The Beta Carotene Paradox
Epidemiological studies have consistently shown that increased intake of fruit and vegetables which are rich in carotenoids, is associated with decreased risk of lung cancer.
Since lung cancer is caused by smoking, which is a pro-oxidant, and since smokers have decreased levels of beta carotene and other anti-oxidants, supplementing the diet with beta carotene in smokers to prevent the development of lung cancer was a reasonable strategy.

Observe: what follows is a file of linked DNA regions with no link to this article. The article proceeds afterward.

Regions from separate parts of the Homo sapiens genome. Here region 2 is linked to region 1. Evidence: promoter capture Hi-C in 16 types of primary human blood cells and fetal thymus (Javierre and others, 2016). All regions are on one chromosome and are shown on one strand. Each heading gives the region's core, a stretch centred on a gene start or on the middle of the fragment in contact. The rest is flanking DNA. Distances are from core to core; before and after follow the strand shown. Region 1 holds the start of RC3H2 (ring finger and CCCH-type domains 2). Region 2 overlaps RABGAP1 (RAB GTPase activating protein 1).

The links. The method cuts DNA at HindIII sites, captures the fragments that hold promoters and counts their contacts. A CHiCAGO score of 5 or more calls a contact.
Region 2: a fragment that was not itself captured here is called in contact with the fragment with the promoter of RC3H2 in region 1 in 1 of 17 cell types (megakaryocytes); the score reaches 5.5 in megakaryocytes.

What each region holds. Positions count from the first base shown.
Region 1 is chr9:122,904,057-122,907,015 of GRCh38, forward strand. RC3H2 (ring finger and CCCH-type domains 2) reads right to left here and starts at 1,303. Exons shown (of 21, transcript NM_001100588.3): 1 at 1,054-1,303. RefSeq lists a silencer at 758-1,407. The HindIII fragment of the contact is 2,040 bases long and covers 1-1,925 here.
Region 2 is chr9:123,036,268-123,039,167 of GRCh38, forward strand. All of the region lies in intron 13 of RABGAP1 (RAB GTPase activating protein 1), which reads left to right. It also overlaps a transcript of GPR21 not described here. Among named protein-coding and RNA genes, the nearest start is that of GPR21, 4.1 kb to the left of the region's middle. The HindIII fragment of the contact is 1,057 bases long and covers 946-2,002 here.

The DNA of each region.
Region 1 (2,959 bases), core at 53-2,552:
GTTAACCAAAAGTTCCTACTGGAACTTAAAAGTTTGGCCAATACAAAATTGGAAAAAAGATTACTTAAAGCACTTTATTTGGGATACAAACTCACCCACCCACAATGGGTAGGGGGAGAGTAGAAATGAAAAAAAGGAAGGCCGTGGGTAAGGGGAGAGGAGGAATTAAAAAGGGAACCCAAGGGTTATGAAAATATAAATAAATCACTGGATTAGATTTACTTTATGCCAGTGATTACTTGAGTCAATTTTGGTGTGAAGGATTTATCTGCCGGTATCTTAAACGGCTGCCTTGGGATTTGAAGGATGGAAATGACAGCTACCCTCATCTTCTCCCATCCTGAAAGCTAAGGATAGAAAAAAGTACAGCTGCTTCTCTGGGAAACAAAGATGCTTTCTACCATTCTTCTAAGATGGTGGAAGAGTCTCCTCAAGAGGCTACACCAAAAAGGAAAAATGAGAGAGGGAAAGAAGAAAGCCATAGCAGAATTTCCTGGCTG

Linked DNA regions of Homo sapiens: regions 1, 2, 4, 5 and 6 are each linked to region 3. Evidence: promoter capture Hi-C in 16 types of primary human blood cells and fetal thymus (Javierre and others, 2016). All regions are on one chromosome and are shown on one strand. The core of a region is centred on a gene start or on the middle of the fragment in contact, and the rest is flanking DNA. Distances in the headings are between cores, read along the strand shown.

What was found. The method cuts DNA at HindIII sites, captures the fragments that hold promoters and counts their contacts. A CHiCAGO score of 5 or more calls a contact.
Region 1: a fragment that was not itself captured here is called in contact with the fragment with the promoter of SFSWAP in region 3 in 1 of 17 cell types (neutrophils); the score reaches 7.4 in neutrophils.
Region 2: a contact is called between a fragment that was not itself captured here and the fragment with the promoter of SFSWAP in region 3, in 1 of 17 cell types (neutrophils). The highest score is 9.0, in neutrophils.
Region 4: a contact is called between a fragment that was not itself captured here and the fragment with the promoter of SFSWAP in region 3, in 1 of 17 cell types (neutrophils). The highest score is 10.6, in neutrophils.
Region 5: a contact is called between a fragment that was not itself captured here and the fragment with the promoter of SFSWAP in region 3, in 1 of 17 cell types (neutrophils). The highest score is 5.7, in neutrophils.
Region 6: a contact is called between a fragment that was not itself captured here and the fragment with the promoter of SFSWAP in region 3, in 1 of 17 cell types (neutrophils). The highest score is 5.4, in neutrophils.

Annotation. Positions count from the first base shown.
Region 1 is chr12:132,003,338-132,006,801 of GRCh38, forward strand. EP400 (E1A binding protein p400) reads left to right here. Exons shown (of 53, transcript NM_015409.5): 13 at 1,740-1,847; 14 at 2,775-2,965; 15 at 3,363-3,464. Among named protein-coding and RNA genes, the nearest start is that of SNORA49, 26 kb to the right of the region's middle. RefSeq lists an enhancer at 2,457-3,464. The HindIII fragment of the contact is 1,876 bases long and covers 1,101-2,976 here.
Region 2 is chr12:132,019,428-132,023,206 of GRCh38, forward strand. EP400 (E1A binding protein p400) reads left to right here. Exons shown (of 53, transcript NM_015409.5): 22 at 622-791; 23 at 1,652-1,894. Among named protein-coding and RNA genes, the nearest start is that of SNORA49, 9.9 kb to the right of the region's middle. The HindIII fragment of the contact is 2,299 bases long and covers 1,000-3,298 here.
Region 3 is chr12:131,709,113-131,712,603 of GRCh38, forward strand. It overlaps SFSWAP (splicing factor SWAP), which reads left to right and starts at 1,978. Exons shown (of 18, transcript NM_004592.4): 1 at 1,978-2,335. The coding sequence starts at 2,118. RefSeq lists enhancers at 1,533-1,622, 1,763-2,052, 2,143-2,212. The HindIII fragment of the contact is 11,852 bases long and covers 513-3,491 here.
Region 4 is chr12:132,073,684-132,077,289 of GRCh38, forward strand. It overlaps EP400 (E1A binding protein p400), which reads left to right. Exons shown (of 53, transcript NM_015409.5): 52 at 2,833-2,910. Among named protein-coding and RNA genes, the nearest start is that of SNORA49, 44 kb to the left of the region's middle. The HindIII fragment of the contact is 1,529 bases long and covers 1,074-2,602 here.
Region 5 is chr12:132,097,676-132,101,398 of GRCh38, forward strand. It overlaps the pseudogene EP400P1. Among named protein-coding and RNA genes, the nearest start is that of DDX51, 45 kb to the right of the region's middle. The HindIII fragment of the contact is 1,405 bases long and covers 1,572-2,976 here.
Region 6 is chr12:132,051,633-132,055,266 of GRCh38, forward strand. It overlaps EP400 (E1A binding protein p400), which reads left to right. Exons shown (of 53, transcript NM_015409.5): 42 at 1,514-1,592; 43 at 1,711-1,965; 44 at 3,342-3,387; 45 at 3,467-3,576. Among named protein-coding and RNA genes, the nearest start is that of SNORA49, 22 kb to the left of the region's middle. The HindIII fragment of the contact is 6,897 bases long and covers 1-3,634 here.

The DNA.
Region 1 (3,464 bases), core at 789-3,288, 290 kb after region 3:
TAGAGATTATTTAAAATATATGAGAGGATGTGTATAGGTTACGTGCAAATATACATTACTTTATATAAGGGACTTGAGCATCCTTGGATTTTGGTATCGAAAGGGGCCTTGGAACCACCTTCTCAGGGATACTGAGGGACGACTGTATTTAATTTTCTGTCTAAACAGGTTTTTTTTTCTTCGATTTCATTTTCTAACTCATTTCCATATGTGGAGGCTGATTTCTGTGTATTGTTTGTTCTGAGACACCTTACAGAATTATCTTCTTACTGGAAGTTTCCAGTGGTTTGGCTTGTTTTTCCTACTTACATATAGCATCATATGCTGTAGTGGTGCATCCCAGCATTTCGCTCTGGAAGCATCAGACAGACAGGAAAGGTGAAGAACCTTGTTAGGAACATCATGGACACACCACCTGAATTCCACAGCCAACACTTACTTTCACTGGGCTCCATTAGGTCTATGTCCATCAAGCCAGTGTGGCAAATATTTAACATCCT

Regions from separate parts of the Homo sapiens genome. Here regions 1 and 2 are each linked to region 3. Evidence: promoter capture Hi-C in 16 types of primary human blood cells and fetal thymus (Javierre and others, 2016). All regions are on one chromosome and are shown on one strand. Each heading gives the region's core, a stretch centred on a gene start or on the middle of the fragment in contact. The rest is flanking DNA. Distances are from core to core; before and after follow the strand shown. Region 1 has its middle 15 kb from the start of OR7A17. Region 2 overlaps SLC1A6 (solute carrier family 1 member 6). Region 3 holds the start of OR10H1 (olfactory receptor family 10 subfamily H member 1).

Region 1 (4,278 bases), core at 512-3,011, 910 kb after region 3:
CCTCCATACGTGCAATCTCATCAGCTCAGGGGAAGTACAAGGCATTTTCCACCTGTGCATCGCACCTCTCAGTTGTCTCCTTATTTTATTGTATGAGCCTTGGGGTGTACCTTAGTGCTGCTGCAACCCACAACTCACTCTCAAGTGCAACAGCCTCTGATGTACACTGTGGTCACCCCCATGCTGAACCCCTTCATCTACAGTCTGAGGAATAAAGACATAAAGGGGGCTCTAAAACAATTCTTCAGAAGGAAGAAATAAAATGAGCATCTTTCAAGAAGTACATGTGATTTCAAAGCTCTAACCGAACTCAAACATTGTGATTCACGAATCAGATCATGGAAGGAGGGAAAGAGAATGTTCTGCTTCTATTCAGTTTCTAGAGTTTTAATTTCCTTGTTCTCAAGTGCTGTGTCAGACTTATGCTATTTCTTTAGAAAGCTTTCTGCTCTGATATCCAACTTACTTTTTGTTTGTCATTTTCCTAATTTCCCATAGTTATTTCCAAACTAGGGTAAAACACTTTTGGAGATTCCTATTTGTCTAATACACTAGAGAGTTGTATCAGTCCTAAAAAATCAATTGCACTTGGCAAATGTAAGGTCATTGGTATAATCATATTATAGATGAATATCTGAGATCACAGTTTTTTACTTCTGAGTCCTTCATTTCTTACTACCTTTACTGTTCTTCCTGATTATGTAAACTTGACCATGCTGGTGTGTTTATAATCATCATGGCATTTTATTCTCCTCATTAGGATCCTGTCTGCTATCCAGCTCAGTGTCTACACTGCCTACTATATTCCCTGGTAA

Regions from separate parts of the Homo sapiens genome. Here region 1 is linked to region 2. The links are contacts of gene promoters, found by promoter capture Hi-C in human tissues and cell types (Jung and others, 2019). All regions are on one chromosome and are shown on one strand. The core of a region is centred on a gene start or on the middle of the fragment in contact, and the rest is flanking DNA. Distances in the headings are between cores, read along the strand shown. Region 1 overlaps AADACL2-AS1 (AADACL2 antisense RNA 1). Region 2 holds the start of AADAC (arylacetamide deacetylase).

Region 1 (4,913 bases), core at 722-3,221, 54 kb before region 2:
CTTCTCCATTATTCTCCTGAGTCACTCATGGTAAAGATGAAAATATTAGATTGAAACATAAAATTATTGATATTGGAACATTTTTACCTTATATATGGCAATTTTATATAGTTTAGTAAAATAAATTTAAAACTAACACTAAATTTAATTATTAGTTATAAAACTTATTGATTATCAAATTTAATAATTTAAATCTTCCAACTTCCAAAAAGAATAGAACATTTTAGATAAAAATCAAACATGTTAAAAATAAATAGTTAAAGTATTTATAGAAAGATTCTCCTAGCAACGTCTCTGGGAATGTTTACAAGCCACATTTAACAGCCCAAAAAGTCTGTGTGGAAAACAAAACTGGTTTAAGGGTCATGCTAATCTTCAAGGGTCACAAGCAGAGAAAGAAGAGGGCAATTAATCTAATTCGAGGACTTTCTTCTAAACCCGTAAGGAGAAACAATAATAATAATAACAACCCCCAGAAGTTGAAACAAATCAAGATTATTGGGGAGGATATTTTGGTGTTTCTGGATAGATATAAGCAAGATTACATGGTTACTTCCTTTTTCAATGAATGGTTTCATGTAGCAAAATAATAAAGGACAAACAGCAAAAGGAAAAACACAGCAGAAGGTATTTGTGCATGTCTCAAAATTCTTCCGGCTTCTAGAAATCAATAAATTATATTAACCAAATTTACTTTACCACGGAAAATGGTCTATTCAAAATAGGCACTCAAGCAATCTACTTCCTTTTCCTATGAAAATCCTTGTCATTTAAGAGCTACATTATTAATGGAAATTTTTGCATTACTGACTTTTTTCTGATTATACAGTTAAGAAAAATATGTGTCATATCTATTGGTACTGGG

However, a well designed, large clinical study conducted in Finland found just the opposite. Studies have shown that beta carotene, at high concentrations, has a pro-oxidant effect when the oxygen pressure is also high. Therefore in the lungs, where the oxygen tension is high, administering large doses of beta-carotene may lead to oxidative DNA damage and a higher incidence of cancer.
Extracted from an article by Omer Kucuk in Oncology Issues November/December 2000